The Connection Between Complex PTSD and Eating Disorders

February 28, 2019 Traci Powell

PTSD and eating disorders can go hand in hand. Learn how this ineffective coping mechanism can be replaced with healthy choices at HealthyPlace.

It’s National Eating Disorder Awareness week, so this seems like a good time to address the connection between complex posttraumatic stress disorder (PTSD) and eating disorders. Research has shown a very strong correlation between the two. Just as people who live with complex PTSD often self-medicate with drugs and alcohol, some people use eating disorders as a form of coping as well.

Having personally lived an eating disorder for many years after childhood trauma, I can agree with the research. It was how I dealt with all of the bad feelings I had about myself and what happened to me. As a child who was constantly told how fat I was, even though I was a healthy weight, I developed the belief that eating was wrong. Over the years, I constantly had a deep sense of guilt whenever I ate. I was also filled with disgust for myself related to the sexual abuse I had been exposed to which eventually led to the compulsion to punish myself through either restricting my intake or purging when I did eat.  

My eating disorder was just as complex as the PTSD I live with. For me, starving myself and then purging if I ate was also a form of self-harm. I hated who I was and I hated the little girl inside or me that lived through the sexual abuse I had endured. Shame and anxiety so deeply filled me up that often the only way I could purge myself of those feelings was to purge the food inside of me or to force my body well beyond its limits with exercise. It became a vicious cycle that ultimately resulted in me becoming very malnourished and developing a broken femur.

Recognize the Connection of Eating Disorders and Complex PTSD

Please know that if you live with complex PTSD, it is very common to develop some form of eating disorder, especially if your trauma included sexual abuse. Often, shame keeps people from admitting the eating disorder exists, but there is hope for recovery if you reach out for help.

If you are dealing with an eating disorder, it’s important to understand how hard this is on your body. In order to heal from your trauma, your body needs to be healthy, because an unhealthy body means an unhealthy mind.

It's important to understand that eating disorders come in all forms. Most people are aware of anorexia and bulimia, but if you are binging on large quantities of food, even without purging or restricting when and what you eat, you may be using an eating disorder to cope with your complex PTSD ("What is Binge Eating Disorder?").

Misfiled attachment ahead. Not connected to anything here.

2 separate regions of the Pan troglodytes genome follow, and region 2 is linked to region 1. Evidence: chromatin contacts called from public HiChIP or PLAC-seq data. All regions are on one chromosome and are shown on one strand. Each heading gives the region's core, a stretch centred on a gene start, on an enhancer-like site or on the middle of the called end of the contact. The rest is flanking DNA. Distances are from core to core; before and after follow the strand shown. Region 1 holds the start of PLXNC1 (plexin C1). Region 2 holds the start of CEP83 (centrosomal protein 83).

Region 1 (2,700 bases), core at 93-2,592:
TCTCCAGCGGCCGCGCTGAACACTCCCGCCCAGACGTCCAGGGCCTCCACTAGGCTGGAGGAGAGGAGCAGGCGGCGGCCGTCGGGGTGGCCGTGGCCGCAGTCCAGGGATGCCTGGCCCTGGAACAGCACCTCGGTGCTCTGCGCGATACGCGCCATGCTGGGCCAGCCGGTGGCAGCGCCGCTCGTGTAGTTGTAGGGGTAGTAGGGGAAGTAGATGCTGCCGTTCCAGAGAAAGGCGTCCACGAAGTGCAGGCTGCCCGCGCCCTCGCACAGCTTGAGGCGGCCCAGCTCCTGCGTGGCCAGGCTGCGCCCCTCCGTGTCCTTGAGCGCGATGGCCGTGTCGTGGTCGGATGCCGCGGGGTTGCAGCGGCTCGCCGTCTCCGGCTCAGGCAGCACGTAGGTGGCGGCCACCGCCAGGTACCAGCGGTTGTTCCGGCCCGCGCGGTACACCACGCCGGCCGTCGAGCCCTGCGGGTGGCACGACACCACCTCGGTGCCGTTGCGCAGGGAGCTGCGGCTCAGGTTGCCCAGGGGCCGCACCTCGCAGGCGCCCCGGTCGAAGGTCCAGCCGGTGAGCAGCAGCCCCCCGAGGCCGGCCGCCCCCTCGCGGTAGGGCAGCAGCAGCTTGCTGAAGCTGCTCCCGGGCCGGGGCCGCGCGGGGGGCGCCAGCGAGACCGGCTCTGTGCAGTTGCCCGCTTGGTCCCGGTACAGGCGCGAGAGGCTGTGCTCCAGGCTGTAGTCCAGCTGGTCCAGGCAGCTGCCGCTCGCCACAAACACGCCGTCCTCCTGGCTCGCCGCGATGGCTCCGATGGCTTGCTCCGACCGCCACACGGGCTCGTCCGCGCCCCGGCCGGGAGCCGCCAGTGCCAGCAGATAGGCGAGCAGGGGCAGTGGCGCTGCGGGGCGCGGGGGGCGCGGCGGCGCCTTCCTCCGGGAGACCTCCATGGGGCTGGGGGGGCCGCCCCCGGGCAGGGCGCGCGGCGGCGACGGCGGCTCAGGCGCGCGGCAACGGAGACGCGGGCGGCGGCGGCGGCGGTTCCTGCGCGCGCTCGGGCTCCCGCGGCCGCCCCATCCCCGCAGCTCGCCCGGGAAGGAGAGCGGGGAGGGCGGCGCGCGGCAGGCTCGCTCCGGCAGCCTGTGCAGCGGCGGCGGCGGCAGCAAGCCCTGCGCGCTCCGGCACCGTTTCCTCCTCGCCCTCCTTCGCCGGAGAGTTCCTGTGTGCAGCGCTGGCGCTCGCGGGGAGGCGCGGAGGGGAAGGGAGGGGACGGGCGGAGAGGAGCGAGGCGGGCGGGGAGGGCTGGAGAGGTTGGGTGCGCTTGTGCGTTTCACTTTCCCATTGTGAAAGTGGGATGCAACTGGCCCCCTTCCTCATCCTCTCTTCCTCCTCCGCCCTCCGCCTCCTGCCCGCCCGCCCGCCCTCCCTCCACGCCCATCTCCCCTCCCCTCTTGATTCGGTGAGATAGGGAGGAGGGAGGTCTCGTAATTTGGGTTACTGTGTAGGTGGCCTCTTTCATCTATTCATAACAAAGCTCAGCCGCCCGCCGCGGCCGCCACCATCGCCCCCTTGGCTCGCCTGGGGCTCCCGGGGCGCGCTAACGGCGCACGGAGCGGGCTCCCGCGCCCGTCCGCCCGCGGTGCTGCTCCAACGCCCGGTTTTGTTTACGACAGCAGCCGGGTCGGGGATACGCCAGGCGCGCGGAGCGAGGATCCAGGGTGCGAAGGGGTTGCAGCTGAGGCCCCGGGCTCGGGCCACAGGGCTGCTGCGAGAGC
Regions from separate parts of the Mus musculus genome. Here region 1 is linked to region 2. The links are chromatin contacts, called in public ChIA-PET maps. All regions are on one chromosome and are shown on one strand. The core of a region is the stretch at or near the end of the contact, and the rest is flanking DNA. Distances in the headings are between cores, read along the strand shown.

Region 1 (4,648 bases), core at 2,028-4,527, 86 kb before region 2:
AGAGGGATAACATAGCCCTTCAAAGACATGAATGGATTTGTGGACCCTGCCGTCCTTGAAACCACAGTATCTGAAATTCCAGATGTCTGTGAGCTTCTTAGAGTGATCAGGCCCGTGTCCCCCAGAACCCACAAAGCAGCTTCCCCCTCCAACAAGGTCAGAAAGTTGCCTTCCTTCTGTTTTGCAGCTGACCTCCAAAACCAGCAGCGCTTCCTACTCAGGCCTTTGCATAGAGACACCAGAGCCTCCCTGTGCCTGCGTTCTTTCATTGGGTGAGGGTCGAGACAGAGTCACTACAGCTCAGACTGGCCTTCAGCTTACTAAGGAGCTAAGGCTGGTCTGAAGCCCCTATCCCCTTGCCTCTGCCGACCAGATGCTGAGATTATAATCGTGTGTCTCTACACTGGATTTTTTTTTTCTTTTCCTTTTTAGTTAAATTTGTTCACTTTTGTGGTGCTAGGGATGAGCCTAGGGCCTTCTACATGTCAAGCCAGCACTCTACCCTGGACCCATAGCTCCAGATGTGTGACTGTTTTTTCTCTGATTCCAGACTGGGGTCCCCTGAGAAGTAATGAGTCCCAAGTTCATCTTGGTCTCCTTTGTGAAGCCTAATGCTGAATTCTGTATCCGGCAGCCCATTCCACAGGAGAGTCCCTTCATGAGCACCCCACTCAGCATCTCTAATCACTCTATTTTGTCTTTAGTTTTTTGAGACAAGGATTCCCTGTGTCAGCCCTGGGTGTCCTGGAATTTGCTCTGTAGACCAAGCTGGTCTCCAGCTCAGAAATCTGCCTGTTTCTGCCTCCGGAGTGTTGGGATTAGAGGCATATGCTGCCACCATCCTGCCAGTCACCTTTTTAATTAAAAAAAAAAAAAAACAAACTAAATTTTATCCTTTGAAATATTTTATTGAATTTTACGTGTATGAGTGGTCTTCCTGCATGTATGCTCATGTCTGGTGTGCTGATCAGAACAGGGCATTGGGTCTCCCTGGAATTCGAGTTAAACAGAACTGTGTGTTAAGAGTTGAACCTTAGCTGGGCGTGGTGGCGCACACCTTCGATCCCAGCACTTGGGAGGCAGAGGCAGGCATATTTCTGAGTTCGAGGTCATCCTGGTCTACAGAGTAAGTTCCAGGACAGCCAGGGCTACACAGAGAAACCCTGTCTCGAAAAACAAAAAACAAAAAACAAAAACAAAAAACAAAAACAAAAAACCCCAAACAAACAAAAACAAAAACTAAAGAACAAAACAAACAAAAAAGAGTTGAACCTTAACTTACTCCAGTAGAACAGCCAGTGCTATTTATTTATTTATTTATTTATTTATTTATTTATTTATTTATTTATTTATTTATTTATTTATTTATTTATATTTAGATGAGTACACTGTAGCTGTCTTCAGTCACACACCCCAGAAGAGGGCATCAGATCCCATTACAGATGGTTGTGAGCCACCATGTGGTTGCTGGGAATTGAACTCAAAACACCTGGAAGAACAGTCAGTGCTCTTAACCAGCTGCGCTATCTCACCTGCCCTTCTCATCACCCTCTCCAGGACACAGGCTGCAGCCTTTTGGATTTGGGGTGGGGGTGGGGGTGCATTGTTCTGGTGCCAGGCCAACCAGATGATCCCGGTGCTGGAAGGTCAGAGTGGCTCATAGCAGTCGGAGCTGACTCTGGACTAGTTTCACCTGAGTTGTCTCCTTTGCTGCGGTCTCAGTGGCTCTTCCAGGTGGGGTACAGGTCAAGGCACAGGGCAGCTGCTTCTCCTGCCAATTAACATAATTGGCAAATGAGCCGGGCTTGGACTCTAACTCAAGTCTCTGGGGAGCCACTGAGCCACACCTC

The Path to Disconnecting Eating Disorders from Complex PTSD

It took me a long time to confess to my therapist that I had struggled with bulimia since I was 14 years old, but as I started to heal my trauma, I knew I needed to get a handle on my eating disorder to truly move forward in my life as a healthy and whole person. I was very ashamed that it was how I chose to handle my negative emotions, so I stayed silent about it for so long, but as the saying goes, you’re only as sick as your secrets and I had gotten pretty sick.

What I didn’t know then that I want you to know now, is how common eating disorders are for those with complex PTSD. If you live with an eating disorder, know that you are not alone. It’s a very normal response to what you lived through.

If you are dealing with an eating disorder, it’s important to seek help with a trauma-informed therapist. Depending on the severity of your eating disorder, you may need medical intervention to get you on the road to becoming physically healthy first. It’s important, though, to address the trauma as you work on your eating disorder. Once I finally admitted to how poorly I was coping and addressed the trauma, I was able to learn healthy methods to handle my complex PTSD and replace my eating disorder. 

As you continue to work on your trauma and the issues that are under your eating disorder, you will need to turn to your eating disorder for comfort less and less. With the rights tools and through making the best choices possible, old unhealthy habits become replaced with new habits that are good for you and will help you cope as the healthiest version of you that you can be.

APA Reference
Powell, T. (2019, February 28). The Connection Between Complex PTSD and Eating Disorders, HealthyPlace. Retrieved on 2024, July 13 from

Author: Traci Powell

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Lizanne Corbit
March, 4 2019 at 3:47 pm

This is such an intricately woven connection, but truly makes so much sense. As you talk about with your own experience, it's often that control aspect of ED that links the two. Feeling like you're controlling something when PTSD makes you feel lack of or loss of control. Also, a form of punishment when PTSD ties into some sense of guilt and/or shame. Truly a wise and helpful read. Thank you for posting.

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